PhD Proposal by Zhenyu Gao

Primary tabs

Zhenyu Gao
(Advisor: Prof. Dimitri N. Mavris)

will propose a doctoral thesis entitled

Representative Data and Models for Complex Aerospace Systems Analysis


Friday, May 14 at 10:00 a.m. (EDT)
Online via Bluejeans




Data-driven analysis of complex aerospace systems often involves two kernel elements: large amounts of real-world operations data, and a diverse ensemble of models. Nevertheless, in reality due to constraints in computational cost or resources, practitioners can face the inability to process the entire large data set or build a complete model portfolio when performing simulation and systems analysis. In this dissertation we propose the use of “representatives”, which is the opposite of the entire population, to conduct efficient and accurate systems analysis. The proposed methods utilize data mining and high-dimensional data analysis to select a small proportion of representative data and models from the population and apply them to tackle challenges in several application cases in aviation environmental impact modeling.

The first part of this dissertation addresses the challenge of representative data. Specifically, we consider the scenario of an extreme numerosity reduction on large data sets while still maintaining the same data distribution. We propose Probabilistic REpresentatives Mining (PREM), an efficient data mining approach to obtain probabilistically representative small data sets. PREM employs a balanced clustering set-up which avoids over-sampling and under-sampling phenomena produced by traditional clustering algorithms and a multi-stage computing strategy which enables the method to be scalable on massive data sets.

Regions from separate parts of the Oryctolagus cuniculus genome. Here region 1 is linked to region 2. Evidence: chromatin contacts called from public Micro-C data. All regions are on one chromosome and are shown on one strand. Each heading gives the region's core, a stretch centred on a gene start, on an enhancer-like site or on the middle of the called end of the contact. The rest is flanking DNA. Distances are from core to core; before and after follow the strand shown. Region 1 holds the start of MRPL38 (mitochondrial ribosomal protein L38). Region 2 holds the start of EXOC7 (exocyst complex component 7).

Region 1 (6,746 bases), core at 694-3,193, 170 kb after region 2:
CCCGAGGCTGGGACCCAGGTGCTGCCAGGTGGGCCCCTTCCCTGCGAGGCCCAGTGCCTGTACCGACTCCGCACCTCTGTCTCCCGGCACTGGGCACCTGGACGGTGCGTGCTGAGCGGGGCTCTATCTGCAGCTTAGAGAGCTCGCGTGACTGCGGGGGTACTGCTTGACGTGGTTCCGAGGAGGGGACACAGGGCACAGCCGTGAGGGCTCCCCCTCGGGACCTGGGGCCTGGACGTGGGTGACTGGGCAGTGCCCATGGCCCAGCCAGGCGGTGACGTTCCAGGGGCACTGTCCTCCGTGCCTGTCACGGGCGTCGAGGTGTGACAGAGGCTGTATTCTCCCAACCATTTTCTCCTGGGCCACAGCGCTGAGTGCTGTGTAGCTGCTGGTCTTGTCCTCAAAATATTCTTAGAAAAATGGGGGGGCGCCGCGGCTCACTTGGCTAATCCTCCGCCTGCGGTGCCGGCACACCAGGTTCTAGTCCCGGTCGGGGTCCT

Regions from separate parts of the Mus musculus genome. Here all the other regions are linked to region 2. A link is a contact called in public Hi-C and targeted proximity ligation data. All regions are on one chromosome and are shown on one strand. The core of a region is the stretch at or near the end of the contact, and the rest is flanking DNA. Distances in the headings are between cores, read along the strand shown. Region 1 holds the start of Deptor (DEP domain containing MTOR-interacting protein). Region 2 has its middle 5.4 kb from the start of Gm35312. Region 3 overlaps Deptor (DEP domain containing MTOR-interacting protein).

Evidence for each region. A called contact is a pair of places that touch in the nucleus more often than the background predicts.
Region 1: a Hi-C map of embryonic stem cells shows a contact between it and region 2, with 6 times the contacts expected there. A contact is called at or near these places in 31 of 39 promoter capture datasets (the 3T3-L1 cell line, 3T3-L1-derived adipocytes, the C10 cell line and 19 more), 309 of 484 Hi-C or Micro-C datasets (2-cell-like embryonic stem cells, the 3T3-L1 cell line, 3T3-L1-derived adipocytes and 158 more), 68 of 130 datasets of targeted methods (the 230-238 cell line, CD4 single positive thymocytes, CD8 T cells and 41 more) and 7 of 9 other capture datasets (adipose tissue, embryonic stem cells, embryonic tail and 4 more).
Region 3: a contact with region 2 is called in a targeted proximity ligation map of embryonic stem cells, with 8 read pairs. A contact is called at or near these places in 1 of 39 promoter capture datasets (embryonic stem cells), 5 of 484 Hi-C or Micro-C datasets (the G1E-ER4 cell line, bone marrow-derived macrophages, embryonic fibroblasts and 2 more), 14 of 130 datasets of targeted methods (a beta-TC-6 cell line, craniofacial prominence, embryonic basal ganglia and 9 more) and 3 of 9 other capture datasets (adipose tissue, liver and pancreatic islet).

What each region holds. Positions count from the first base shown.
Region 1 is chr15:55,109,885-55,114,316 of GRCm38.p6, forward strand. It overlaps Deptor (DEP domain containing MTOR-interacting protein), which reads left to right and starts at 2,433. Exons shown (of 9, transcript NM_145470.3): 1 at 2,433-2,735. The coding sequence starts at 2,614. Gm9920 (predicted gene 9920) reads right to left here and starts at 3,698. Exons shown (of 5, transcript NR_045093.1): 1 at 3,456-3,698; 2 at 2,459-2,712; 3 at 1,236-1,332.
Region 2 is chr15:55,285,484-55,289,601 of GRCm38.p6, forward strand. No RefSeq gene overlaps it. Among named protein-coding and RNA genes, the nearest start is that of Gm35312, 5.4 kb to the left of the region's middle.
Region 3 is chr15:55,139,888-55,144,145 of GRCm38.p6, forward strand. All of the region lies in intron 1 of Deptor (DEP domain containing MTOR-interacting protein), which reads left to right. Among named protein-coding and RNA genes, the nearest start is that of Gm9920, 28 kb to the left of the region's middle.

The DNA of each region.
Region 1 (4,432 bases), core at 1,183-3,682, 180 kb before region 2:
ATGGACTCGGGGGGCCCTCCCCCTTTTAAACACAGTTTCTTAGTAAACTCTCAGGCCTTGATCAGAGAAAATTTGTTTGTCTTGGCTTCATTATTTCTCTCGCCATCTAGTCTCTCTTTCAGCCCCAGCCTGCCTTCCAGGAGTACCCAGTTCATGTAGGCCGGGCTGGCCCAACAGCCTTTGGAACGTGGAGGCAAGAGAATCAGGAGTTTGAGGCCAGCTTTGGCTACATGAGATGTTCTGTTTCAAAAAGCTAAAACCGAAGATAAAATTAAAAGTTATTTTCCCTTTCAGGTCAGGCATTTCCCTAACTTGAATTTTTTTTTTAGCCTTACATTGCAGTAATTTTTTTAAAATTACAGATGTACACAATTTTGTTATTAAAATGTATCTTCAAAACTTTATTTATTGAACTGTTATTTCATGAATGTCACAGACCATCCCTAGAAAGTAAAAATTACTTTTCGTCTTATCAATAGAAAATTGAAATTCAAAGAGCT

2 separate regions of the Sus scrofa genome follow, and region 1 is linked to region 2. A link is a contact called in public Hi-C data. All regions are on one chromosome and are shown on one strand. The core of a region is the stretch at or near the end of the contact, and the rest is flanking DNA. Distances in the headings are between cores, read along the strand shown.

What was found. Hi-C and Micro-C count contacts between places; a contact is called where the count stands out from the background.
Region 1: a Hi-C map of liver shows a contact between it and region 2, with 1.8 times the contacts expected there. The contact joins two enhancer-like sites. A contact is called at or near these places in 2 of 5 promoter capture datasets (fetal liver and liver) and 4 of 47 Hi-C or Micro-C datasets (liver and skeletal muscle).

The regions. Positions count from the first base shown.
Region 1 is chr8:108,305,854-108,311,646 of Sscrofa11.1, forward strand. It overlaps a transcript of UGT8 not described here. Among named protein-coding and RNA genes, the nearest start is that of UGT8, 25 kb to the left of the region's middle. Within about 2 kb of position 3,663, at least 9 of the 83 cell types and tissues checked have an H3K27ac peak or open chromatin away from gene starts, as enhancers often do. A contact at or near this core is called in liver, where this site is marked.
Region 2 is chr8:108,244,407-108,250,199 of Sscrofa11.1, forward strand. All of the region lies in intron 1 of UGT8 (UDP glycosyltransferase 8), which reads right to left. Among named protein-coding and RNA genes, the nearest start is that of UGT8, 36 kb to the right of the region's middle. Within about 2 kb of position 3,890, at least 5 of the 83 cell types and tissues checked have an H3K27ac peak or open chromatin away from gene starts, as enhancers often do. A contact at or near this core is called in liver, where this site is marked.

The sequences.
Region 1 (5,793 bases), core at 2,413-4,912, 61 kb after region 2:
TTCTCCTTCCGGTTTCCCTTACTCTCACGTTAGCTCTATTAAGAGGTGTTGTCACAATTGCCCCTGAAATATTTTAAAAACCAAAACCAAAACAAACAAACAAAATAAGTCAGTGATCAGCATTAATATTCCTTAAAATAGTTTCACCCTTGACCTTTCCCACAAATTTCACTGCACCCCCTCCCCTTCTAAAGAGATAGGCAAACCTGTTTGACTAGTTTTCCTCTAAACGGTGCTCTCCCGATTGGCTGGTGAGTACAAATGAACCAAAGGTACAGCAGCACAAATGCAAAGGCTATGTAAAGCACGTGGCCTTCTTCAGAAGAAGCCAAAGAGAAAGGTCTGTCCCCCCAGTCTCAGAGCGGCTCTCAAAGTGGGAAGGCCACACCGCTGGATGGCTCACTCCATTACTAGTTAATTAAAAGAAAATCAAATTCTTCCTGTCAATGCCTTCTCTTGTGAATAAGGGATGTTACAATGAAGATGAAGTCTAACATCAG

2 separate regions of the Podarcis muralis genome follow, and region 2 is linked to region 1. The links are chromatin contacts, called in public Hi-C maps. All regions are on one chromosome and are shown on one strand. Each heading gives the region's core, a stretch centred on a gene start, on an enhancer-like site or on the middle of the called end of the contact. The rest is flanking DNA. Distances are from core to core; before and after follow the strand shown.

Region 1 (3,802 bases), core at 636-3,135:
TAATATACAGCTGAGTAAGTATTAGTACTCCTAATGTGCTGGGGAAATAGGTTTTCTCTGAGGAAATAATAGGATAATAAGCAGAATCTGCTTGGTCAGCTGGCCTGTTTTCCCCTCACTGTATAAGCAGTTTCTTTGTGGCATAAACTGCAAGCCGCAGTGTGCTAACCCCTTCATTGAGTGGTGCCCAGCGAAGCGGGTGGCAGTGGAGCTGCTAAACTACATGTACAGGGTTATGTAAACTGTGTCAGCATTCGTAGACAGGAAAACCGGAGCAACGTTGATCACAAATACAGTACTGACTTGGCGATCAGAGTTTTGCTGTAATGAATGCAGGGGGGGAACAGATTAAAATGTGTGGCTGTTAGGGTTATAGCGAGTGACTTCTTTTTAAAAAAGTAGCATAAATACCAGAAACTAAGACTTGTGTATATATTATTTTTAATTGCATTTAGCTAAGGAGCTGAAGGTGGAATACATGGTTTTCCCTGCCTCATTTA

The second part proposes the concept of representative models, which tackles the challenge of insufficient resources in building Aircraft Noise and Performance (ANP) models. In the first scenario, we consider the problem of selecting a representative model portfolio at each permitted size level to sufficiently cover the entire population space with the desirable maximum distortion guarantee. In the second scenario, we introduce the use of mixture models to represent and model ``unconventional groups'' in the population, where the model substitution is compromised by a lack of coverage. Mixture model relies on the identification of complementary candidate models and uses a multi-model approach to outperform any candidate model alone.

Overall the dissertation is expected to make contributions to both analytical methodologies for certain scenes and the solutions to specific challenges in aviation environmental impact modeling.



  • Prof. Dimitri N. Mavris – School of Aerospace Engineering (advisor)
  • Prof. Koki Ho – School of Aerospace Engineering
  • Prof. Graeme J. Kennedy – School of Aerospace Engineering
  • Prof. Yao Xie – School of Industrial and Systems Engineering
  • Dr. Tejas G. Puranik – School of Aerospace Engineering


  • Workflow Status:Published
  • Created By:Tatianna Richardson
  • Created:05/04/2021
  • Modified By:Tatianna Richardson
  • Modified:05/04/2021